What surprised me about me really very ambitious efforts considering I'd only just eaten the dihydrocodeine, is that I felt awake and eager and not spaced out in the least! Having said that, however, I do now feel... not broken, as I did on Saturday after the Friday night out before it, but... perhaps slightly cracked. My back feels stiff, my legs are aching, my shoulders, elbows and wrists feel as though all the nerves have been pinched, and my nose is snotting more than I've known for years. Lovely. But, like I said in the last post, these pains are good to feel because they're the result of something I have done, because I chose to, because I felt I could. It's not the endometriosis pain stopping me from doing things. I've not fed the birds, nor have I ironed any clothes, and nor have I done any exercise. Although, I did climb on the worktops, and stretch to soak and scrape the paper off the walls, and twist, and turn, and I think that might be all right for "exercise", such as it is.

I would like to have done more today, I would like to have done at least one thing on my list, but I haven't. I just didn't have enough spoons. Previously, I may well have felt guilty about that. Oh, who am I kidding? Of course I would have felt guilty! But, tonight, I don't. I put a lot of effort in to helping make the kitchen another step closer to being ready for its new face. And I'm pleased with that. Dad would have taken a lot longer to do it all without my help, he'd be in more pain than he is already, and he'd be even more tired than he is now. That's more than enough for me to be pleased with, especially as I woke up in quite a lot of pelvic pain, which needed painkillers to stop it getting my day off to a bad start. But I think my new way of thinking was a large part of that happening. I don't take enough credit for my achievements, be it the money raised from my 100%-for-charity eBay auctions, the improved way I look at life, or the help I give friends when they need me. I just don't want to disappear up my ever-growing arse is all, I suppose.

Tonight was about relaxing with tea, a hot water bottle, friends on the texts, and more tea. And food. Wherever it is now. In that box, probably. No, not that one; that's the Tupperware. This could take a while...

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Sunday 10 June 2012

Painting the nails red

Friday was "Going Out" night for me. If you've been reading this blog for a while and/or know how my life is, you'll know I don't do going out at night, let alone in the daytime, save for doctor or hospital appointments, or a nice walk to the local shops.

Following a few days of a less-bad-but-still-pretty-horrible-and-soul-depleting period, I spent a wholly wonderful and giggle-filled afternoon and evening with a friend before we went to see a show by another of my friends. Possibly, I should have stayed at home, and carried on "resting", as I'm still eating the dihydrocodeine for period-related pain, and still have the all-too-familiar dizzy, heavy, aching of endometriosis and its period and ovary pains.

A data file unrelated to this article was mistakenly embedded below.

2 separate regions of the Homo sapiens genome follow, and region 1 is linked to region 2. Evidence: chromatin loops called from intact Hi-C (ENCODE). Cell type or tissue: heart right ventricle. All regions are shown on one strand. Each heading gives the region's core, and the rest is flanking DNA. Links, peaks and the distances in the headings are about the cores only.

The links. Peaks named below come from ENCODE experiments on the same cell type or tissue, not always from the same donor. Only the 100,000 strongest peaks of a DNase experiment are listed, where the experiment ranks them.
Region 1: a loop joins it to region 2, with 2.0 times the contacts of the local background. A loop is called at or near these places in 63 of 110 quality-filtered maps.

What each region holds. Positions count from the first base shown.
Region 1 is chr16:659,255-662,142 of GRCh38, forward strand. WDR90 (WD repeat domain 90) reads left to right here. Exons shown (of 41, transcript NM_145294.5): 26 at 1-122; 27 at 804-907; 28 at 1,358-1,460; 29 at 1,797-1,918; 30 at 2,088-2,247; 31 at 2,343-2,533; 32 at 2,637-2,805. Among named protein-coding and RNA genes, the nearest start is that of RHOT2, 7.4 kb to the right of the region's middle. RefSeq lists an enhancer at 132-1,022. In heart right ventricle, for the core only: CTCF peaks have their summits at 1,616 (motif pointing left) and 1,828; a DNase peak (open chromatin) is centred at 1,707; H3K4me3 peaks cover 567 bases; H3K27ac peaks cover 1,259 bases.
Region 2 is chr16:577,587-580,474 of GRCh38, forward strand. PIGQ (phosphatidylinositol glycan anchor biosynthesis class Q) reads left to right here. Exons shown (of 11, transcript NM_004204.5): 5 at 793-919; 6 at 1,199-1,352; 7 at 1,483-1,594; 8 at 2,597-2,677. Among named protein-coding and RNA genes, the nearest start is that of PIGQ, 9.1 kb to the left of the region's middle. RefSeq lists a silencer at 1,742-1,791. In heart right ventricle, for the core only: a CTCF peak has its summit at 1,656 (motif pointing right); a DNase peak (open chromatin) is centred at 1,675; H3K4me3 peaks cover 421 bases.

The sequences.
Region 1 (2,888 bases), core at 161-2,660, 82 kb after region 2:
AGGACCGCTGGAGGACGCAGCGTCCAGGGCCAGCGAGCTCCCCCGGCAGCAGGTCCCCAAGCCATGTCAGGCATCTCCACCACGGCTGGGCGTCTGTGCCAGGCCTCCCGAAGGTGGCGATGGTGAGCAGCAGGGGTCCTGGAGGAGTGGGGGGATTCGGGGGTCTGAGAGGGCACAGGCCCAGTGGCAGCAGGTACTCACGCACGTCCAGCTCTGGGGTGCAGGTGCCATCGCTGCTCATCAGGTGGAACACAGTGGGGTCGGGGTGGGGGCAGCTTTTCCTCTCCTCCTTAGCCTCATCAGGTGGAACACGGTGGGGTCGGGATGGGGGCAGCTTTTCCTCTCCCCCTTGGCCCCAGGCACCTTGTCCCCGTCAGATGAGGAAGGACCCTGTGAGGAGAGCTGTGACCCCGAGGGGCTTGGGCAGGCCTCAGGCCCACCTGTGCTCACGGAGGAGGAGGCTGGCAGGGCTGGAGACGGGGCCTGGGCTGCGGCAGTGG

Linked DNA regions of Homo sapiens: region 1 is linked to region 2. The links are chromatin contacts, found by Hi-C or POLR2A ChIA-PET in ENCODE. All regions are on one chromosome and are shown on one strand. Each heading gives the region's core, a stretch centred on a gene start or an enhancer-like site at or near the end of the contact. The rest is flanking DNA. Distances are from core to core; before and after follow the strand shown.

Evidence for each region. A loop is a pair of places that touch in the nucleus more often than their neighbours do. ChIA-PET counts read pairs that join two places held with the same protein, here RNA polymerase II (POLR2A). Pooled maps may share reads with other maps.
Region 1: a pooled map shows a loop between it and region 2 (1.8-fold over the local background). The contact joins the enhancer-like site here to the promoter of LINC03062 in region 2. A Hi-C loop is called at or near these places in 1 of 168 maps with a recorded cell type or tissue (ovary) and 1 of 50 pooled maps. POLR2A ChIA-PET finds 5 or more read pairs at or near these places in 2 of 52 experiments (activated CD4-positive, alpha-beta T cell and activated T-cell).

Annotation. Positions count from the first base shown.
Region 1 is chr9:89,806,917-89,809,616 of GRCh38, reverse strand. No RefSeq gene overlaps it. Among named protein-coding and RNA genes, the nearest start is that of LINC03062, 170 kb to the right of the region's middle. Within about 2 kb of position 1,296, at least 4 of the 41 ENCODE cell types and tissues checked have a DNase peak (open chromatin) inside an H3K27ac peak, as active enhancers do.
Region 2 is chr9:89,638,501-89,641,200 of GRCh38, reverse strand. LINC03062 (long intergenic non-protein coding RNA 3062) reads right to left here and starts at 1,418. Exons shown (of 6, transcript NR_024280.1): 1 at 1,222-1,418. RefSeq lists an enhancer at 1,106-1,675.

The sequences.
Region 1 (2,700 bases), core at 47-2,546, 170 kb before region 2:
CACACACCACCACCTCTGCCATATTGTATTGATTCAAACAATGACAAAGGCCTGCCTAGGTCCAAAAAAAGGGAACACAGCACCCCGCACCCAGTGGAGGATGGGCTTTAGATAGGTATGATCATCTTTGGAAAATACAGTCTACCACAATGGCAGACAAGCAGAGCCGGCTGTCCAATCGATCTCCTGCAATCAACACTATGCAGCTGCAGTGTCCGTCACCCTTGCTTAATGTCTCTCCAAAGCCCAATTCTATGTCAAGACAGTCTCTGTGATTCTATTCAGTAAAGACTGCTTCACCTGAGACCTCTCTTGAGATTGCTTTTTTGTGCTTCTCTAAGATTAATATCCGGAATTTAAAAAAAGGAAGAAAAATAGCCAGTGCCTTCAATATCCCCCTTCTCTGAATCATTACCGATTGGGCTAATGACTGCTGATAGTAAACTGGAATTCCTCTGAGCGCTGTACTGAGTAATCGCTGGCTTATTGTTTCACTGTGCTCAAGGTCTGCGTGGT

Along with the not-so-new anti-depressant, Duloxetine, the grogginess and urgh that come with the endometriosis generally, the periods, and the codeine can be quite hard to cope with, when I know I have to get things done. Mostly, those things don't get done. Or, they do, but much, much later than I have hoped or planned. Frustration often leads to guilt, which, in turn, leads to anger, more often than not. It's hard, at times, to remember that my not helping out at home is not because I'm a bad person or that I'm lazy; I'm not well. It's not my fault I'm affected this way, of course it's not. It's usually a complex mountain of emotions, so tangled, a considerable knotty mess. Worse than trying to comb my hair after a twiddle session.

The journey to the venue on Friday night took much less time than I'd expected, which was a bonus, and the scenery was really quite lovely. Horses, cows, hobbies, a kestrel, churches, countless green fields. The evening itself was an altogether joyful, happy, silly, giggly, being-with-friends time, and even though it seems to have fully broken me, my Rapunzel hair and I would not have changed a thing. These events happen so infrequently for me that, when there's a chance to enjoy myself, I grab it, and I want to fondle it, squeeze it, lick it, and keep it forever in a little box. I'm suffering now: I've been in stiff, achy pain all day; the period and ovary pains are still doing their worst; my concentration has been depleted beyond what I consider reasonable; and I've been tweeting happy happy codeine nonsense. Again.

It can be very easy to misjudge the abilities of a person if that person is seen doing "normal" everyday activities. If I'm seen to hang washing on the line in the garden, or walk to the post office, or tidy the kitchen, someone may well assume I can always do those things. As Jo says in this blog post, when you have, for example, a chronic pain problem, some people will only ever see snippets of your life, like excerpts from a film. Some parts of my "normal" day-to-day life are never seen by some members of my family, neighbours, acquaintances, some friends, although some of them know what my life is like, because theirs is so sadly similar. Most people will never know how the pain and the fatigue affect me, what they don't see is when I'm lifted off the floor because I can not move for the pain which stuns me in to submission, at the mercy of endometriosis. It's not a surprise to those who have similar troubles that some arse-candles have told me to keep my chin up, to put a brave face on, to look on the bright side. Really? D'you think I'm not already? Apparently, some people think that's the case. Knobheads.